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Editor's note: This article originally was published March 14, 2003.

When word came there was a verdict in the case of the two men accused of killing her father, Sharon Schaad Howe burst into tears.

As the verdict was read, Howe and her family stood frozen, heads tilted to better hear the judge.

Then she wiped more tears from her eyes.

Stephen D. Freeland and Leon “Smickel” Wright were guilty of second-degree murder in the race-riots slaying of rookie Officer Henry Schaad.

Standing on the courthouse steps a short time later, Howe said she now would concentrate on “keeping my daddy’s memory and love alive in our hearts forever.”

Howe, who was only 5 when her father was killed, thanked the prosecutors and police whose efforts culminated in the convictions — especially the detectives who “lived my father’s (case) for the past three years.”

She said she believes justice was done.

“It didn’t matter to us whether it was three years or 33 years,” she said. “We feel the correct decision has been made.”

Her uncle, Barry Schaad, told reporters he was also satisfied with the jury’s decision to convict on second-degree, rather than first-degree murder.

He said he hopes the community “will accept these decisions … and move forward.”

But he said he didn’t feel victorious.

“You don’t have winners and losers in this case,” he said. “We lost Henry — we can’t bring him back.”

Schaad said the family planned to visit his mother, Carrie Schaad, in her nursing home to give her the news about his younger brother.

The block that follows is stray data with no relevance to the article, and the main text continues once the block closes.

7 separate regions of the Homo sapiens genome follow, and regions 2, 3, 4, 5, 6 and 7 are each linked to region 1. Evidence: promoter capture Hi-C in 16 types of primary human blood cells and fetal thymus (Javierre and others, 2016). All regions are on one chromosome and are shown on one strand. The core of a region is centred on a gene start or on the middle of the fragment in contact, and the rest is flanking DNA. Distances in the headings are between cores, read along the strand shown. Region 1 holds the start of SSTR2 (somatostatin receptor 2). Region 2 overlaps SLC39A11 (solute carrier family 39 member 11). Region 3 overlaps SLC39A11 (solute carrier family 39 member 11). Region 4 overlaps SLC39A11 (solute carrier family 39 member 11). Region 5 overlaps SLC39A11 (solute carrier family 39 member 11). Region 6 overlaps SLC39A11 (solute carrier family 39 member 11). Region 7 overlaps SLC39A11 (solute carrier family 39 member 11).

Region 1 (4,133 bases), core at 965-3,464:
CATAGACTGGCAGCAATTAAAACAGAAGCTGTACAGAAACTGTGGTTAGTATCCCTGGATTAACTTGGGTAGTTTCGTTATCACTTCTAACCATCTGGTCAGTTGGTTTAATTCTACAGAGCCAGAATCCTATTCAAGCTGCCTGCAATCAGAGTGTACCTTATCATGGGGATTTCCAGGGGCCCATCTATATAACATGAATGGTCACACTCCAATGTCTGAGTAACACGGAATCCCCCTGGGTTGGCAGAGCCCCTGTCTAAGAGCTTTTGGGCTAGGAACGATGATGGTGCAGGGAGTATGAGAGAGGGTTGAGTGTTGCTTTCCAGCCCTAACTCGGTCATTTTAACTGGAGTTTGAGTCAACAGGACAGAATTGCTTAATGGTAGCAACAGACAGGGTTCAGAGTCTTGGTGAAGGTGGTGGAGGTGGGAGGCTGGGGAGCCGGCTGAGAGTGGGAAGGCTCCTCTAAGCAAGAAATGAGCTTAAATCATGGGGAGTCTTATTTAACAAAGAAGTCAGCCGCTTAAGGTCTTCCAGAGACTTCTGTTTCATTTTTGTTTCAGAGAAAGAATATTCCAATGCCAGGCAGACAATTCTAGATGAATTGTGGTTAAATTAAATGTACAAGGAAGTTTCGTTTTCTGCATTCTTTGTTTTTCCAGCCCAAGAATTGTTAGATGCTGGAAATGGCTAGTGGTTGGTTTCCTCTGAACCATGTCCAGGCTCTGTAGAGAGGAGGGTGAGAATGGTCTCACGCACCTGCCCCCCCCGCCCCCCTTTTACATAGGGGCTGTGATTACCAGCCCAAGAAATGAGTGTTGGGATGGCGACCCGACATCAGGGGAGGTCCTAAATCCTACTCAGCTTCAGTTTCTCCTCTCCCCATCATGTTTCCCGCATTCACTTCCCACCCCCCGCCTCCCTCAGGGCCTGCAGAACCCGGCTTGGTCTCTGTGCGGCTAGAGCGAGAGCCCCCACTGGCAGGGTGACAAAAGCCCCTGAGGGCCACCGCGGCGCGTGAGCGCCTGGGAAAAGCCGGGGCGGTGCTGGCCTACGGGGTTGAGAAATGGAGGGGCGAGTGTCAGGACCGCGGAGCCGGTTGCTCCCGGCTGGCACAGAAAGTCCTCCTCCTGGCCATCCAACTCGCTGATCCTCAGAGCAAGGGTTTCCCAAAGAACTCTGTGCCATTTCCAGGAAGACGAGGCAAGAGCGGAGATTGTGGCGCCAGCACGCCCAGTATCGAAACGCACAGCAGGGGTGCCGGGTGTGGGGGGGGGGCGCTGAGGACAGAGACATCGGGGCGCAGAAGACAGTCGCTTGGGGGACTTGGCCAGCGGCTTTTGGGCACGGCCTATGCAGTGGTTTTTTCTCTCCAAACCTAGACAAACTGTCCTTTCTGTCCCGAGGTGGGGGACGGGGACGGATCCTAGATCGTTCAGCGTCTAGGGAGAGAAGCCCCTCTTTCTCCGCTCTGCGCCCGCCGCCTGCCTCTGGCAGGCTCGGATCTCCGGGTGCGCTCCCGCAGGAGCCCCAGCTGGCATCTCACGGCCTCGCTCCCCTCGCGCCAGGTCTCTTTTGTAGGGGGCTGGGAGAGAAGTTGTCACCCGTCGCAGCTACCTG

“We’re going to tell her what she’s been waiting to hear for 33 years,” he said.

Then, he said, they were going to visit Henry’s grave in Prospect Hill Cemetery.

Their father, Russell Schaad, who died in 1977, would have been pleased with the verdict, Barry Schaad said.

A York City Police detective when his son was shot on the West College Avenue bridge, he knew the names of the men suspected in his son’s death, his friends said.

But, Barry Schaad said, “He went to his grave not knowing if his son’s (killers) would be brought to justice.”

And Barry Schaad was relieved the trial was over.

“The last week was probably the hardest,” he said. “The last several nights were sleepless nights.”

He said he doesn’t really want to “go through the anxiety” of another trial — a possibility if Wright’s brother, Michael Wright, is charged with the murder — but will be at every court appearance if it happens.

“So be it,” he said.

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